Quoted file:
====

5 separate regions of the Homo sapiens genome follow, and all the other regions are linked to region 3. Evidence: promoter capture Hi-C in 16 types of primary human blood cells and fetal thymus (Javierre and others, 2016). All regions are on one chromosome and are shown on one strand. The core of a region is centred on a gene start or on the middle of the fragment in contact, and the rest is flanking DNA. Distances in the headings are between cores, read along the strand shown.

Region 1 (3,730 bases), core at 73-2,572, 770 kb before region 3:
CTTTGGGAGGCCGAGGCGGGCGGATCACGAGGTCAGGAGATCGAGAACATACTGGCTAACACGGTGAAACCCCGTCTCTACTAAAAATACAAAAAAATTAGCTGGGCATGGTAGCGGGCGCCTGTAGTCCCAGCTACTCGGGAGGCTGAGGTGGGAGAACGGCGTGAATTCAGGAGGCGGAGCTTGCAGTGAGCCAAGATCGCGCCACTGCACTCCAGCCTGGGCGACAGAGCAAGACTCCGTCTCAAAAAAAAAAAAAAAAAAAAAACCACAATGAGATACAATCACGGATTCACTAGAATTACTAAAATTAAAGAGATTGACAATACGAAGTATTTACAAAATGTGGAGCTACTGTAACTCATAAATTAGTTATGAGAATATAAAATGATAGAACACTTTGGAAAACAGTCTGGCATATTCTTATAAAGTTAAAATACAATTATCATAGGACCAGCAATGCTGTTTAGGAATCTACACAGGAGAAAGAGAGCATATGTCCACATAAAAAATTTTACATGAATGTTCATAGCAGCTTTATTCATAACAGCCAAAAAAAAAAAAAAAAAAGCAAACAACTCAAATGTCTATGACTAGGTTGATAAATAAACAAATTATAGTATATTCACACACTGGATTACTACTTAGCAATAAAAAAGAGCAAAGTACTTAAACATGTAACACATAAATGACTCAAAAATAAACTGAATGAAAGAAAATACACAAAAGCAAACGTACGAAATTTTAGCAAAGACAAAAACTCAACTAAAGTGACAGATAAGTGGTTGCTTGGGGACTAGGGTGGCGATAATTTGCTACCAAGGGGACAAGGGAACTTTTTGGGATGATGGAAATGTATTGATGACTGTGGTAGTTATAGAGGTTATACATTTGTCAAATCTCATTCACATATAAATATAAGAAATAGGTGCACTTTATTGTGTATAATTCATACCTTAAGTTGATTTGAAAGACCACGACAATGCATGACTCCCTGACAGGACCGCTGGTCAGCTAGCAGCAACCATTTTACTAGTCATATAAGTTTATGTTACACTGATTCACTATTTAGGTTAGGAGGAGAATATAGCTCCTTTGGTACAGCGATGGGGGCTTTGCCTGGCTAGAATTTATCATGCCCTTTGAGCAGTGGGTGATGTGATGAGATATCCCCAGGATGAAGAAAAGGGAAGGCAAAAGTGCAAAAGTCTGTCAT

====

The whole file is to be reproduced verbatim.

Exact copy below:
5 separate regions of the Homo sapiens genome follow, and all the other regions are linked to region 3. Evidence: promoter capture Hi-C in 16 types of primary human blood cells and fetal thymus (Javierre and others, 2016). All regions are on one chromosome and are shown on one strand. The core of a region is centred on a gene start or on the middle of the fragment in contact, and the rest is flanking DNA. Distances in the headings are between cores, read along the strand shown.

Region 1 (3,730 bases), core at 73-2,572, 770 kb before region 3:
CTTTGGGAGGCCGAGGCGGGCGGATCACGAGGTCAGGAGATCGAGAACATACTGGCTAACACGGTGAAACCCCGTCTCTACTAAAAATACAAAAAAATTAGCTGGGCATGGTAGCGGGCGCCTGTAGTCCCAGCTACTCGGGAGGCTGAGGTGGGAGAACGGCGTGAATTCAGGAGGCGGAGCTTGCAGTGAGCCAAGATCGCGCCACTGCACTCCAGCCTGGGCGACAGAGCAAGACTCCGTCTCAAAAAAAAAAAAAAAAAAAAAACCACAATGAGATACAATCACGGATTCACTAGAATTACTAAAATTAAAGAGATTGACAATACGAAGTATTTACAAAATGTGGAGCTACTGTAACTCATAAATTAGTTATGAGAATATAAAATGATAGAACACTTTGGAAAACAGTCTGGCATATTCTTATAAAGTTAAAATACAATTATCATAGGACCAGCAATGCTGTTTAGGAATCTACACAGGAGAAAGAGAGCATATGTCCACATAAAAAATTTTACATGAATGTTCATAGCAGCTTTATTCATAACAGCCAAAAAAAAAAAAAAAAAAGCAAACAACTCAAATGTCTATGACTAGGTTGATAAATAAACAAATTATAGTATATTCACACACTGGATTACTACTTAGCAATAAAAAAGAGCAAAGTACTTAAACATGTAACACATAAATGACTCAAAAATAAACTGAATGAAAGAAAATACACAAAAGCAAACGTACGAAATTTTAGCAAAGACAAAAACTCAACTAAAGTGACAGATAAGTGGTTGCTTGGGGACTAGGGTGGCGATAATTTGCTACCAAGGGGACAAGGGAACTTTTTGGGATGATGGAAATGTATTGATGACTGTGGTAGTTATAGAGGTTATACATTTGTCAAATCTCATTCACATATAAATATAAGAAATAGGTGCACTTTATTGTGTATAATTCATACCTTAAGTTGATTTGAAAGACCACGACAATGCATGACTCCCTGACAGGACCGCTGGTCAGCTAGCAGCAACCATTTTACTAGTCATATAAGTTTATGTTACACTGATTCACTATTTAGGTTAGGAGGAGAATATAGCTCCTTTGGTACAGCGATGGGGGCTTTGCCTGGCTAGAATTTATCATGCCCTTTGAGCAGTGGGTGATGTGATGAGATATCCCCAGGATGAAGAAAAGGGAAGGCAAAAGTGCAAAAGTCTGTCAT